Hurricane Rita went down in the record books as the strongest hurricane ever in the Gulf of Mexico, beating a record that Katrina had set about three weeks earlier.
While churning in the Gulf, the maximum sustained winds of Rita reached 180 mph with the central pressure dropping as low as 895 mb (26.43 inches Hg). Only Hurricane Wilma in 2005, Hurricane Gilbert in 1988 and The Labor Day Hurricane in 1935 have been stronger hurricanes with lower pressures in the Atlantic Ocean.
Besides setting a record for being the strongest Gulf hurricane ever, this was the first time on record that two storms strengthened into Category 5 hurricanes in the Gulf of Mexico.
Rita crashed onshore along the Texas-Louisiana border as a Category 3 storm with maximum sustained winds of 120 mph on Sept. 24, 2005.
More than 3 million Texas and Louisiana residents were evacuated ahead of Rita, which caused severe flooding in coastal areas of Texas and Louisiana. NOAA reports that storm surge of 15 feet trapped residents who stayed behind in coastal Louisiana parishes of Cameron, Jefferson Davis, Terrebonne and Vermilion.
According to NOAA, more than a million people lost power due to Rita's lashing winds. Many were in the dark for several days and weeks. Meanwhile, dozens of tornadoes touched down across the Deep South from Sept. 24-25, while the storm plowed into the Gulf Coast.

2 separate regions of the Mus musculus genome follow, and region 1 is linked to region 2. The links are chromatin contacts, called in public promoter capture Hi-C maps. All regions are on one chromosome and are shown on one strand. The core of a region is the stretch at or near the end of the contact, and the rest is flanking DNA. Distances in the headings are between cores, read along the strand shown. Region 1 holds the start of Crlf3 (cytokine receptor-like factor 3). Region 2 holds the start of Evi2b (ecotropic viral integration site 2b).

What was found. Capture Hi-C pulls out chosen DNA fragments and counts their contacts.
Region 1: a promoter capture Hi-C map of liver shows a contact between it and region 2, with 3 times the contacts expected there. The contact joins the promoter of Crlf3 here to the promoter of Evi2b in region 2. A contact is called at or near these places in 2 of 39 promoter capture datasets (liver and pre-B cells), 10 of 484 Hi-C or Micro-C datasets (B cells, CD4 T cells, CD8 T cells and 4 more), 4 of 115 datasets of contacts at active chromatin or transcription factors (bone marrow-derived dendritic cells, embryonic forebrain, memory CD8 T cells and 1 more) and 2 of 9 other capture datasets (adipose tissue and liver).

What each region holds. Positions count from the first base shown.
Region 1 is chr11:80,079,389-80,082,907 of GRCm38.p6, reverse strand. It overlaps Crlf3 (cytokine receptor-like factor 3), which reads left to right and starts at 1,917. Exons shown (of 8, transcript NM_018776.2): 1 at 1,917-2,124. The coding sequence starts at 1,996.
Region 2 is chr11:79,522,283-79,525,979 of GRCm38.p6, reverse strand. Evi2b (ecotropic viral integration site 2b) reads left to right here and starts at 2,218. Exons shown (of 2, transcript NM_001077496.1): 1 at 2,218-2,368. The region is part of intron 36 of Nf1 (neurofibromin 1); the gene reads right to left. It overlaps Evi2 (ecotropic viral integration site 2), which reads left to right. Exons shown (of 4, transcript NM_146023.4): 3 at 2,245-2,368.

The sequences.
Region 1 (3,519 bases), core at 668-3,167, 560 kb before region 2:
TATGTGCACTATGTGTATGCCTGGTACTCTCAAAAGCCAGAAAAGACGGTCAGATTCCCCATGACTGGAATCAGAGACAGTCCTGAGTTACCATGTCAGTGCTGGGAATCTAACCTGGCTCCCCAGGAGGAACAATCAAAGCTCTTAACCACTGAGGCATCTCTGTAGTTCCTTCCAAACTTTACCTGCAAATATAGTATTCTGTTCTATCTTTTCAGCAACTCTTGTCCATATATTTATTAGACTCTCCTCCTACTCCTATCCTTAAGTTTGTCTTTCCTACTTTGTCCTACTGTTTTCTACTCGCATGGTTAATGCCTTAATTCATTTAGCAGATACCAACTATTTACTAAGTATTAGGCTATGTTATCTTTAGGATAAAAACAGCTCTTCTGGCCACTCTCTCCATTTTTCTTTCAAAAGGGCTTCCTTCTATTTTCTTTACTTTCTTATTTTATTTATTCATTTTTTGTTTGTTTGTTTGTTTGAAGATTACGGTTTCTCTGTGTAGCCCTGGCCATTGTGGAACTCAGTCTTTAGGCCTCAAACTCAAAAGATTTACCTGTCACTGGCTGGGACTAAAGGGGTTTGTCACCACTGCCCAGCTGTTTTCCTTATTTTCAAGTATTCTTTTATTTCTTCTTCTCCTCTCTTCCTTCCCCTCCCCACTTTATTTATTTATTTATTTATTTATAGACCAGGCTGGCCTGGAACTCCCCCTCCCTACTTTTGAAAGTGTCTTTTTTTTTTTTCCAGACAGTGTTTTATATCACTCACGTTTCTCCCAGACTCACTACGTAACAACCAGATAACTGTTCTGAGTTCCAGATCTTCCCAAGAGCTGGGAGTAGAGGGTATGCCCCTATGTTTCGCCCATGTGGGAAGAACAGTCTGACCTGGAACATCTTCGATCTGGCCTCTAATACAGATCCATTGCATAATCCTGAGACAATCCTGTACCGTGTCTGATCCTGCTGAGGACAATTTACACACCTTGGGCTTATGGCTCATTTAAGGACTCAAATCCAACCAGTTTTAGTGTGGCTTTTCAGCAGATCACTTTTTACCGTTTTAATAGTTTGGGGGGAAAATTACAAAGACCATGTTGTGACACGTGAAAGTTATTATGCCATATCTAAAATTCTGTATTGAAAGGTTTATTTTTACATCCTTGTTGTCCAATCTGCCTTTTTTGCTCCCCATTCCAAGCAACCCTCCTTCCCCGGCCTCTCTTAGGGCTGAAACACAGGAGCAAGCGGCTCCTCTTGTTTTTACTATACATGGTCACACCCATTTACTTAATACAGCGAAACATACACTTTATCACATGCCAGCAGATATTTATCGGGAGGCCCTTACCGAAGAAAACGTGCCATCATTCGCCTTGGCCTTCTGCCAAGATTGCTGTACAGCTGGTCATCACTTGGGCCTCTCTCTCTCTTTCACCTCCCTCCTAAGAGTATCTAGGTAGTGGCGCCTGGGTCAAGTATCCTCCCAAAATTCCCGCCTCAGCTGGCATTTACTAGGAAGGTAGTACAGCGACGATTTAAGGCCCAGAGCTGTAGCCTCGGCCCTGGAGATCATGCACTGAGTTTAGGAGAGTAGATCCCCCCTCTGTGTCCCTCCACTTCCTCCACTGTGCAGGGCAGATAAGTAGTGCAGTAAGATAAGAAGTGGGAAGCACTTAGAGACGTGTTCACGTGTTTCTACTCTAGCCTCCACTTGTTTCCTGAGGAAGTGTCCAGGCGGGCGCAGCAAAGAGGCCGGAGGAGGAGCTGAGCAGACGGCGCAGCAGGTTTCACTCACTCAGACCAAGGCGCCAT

This Oct. 2, 2005 file photo shows Miguel Del-Rosal surveying the remains of his home in Cameron, La. Little was spared in the town located near Hurricane Rita's landfall. (AP Photo/Charlie Riedel)
This NOAA image shows the scope of destruction in Holly Beach, La., in the wake of Hurricane Rita.
After a period of above-average temperatures across most of the Midwest and Northeast last week, a complete reversal in the weather pattern will move in this week.
Following drenching rain, part of the Eastern states will experience strong to locally severe thunderstorms into Monday night.
Global warming and climate change, two terms that are treated synonymously in most media coverage and casual debate, have been shown to spark different reactions from the American public.
A new round of thunderstorms will bring the risk of severe weather across parts of central Texas and Oklahoma at middle to late week.
An 84-year-old man died after an electrical transformer exploded due to the earthquake and caused a house fire in Xinzhuang, a Taipei suburb, The Associated Press reported.
After a string of days with temperatures in the 70s, much cooler air is set to move into the Minneapolis area for the new week with temperatures tumbling back into the 40s.
Southeastern VA (1991)
Torrential rain; 5.89" at Norfolk broke the 24-hour record for April (5.19" set in 1883). This was the most rain in one event since Hurricane Cleo dumped 11.40" from August 31 to September 1, 1964.
Omaha, NE (1992)
Snowfall of 9.3" -- only the 6th time in 100 years that over 1.5" of snow has fallen after April 15th. Only 13.3 inches fell for the entire season before this storm. Other snow totals: Brownsville, NE 14.0" Blair, NE 12.5" Offutt AFB, NE 12.0" Eppley, NE 10.0" Kansas City, MO 2.7"
Sacramento, CA (1880)
7.24" of rain, heaviest in 24 hours.